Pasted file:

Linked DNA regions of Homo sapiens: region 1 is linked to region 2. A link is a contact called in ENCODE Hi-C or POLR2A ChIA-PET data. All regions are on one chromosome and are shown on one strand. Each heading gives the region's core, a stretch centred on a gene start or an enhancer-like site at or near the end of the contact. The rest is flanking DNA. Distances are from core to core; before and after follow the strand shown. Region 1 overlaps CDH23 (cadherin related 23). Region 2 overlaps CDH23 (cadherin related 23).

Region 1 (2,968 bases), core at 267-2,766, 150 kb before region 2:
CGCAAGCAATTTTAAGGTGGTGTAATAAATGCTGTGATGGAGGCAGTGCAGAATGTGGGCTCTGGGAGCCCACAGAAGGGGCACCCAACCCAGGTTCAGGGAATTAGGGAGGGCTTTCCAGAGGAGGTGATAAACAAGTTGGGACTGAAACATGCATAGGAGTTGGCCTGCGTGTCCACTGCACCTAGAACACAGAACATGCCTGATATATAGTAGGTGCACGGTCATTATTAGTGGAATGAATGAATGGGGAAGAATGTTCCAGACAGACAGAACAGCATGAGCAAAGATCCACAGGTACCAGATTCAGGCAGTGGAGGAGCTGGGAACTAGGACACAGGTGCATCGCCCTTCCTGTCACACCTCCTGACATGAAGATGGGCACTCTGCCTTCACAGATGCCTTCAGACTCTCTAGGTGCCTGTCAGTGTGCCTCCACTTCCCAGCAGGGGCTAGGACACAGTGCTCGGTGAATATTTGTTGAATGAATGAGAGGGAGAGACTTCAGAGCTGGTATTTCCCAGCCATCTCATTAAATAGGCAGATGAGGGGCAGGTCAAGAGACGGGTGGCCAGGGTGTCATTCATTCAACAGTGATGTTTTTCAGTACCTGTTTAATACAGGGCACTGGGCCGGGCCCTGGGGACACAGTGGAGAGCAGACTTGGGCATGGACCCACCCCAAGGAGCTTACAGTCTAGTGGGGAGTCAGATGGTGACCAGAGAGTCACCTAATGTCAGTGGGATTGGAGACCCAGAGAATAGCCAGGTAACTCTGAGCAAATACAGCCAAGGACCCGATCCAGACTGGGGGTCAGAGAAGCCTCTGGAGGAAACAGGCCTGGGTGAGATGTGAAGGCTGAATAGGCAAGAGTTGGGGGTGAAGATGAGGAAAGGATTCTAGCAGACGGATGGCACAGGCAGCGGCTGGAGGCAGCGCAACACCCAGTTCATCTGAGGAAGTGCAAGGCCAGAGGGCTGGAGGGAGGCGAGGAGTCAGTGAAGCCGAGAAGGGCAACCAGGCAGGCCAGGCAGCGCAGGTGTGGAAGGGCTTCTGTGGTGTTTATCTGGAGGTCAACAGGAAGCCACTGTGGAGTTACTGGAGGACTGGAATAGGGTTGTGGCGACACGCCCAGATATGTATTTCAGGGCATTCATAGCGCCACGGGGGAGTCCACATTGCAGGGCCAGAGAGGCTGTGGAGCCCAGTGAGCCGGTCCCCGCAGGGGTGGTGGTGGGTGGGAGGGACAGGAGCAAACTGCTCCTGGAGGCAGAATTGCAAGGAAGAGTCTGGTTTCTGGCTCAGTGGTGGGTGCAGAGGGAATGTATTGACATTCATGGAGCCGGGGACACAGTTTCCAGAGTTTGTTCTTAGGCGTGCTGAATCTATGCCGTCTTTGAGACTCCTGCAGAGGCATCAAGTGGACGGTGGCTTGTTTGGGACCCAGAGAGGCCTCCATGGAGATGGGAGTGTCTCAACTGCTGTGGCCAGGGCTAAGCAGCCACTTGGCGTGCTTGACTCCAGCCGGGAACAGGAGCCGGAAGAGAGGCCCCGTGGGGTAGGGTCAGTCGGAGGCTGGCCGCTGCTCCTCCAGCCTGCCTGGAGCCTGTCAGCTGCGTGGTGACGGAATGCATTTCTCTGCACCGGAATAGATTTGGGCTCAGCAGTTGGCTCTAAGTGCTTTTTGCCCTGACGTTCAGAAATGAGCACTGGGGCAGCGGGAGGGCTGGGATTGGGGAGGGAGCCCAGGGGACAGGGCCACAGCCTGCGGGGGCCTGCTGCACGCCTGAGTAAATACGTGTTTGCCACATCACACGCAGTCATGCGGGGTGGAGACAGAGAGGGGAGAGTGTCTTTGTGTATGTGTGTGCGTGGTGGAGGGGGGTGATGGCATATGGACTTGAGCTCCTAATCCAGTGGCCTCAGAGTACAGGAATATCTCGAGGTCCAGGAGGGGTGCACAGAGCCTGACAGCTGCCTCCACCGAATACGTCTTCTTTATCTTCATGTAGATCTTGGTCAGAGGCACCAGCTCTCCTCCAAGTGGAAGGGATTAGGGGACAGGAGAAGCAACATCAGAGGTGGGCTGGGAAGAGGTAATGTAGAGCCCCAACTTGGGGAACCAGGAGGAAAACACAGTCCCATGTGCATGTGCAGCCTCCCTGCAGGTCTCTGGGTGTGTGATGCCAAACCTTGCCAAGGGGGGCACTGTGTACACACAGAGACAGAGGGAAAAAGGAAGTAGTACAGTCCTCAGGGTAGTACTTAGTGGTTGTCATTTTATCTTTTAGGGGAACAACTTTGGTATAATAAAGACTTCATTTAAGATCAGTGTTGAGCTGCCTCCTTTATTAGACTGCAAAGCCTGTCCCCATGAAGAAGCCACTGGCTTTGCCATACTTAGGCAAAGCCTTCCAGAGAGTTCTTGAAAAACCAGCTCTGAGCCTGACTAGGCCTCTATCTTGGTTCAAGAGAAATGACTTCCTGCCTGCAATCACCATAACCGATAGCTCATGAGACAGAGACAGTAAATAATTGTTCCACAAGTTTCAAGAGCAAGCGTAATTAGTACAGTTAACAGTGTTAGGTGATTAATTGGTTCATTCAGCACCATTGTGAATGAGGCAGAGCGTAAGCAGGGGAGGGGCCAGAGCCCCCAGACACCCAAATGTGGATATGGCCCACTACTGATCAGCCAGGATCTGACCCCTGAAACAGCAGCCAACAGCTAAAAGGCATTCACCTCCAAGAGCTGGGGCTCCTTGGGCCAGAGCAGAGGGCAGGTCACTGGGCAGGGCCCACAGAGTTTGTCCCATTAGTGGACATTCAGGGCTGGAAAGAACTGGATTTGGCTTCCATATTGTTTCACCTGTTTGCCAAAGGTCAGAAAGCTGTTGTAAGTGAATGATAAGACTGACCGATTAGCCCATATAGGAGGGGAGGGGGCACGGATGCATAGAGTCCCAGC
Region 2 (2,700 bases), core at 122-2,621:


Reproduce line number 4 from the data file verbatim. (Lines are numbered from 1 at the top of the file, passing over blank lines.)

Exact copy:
Region 2 (2,700 bases), core at 122-2,621: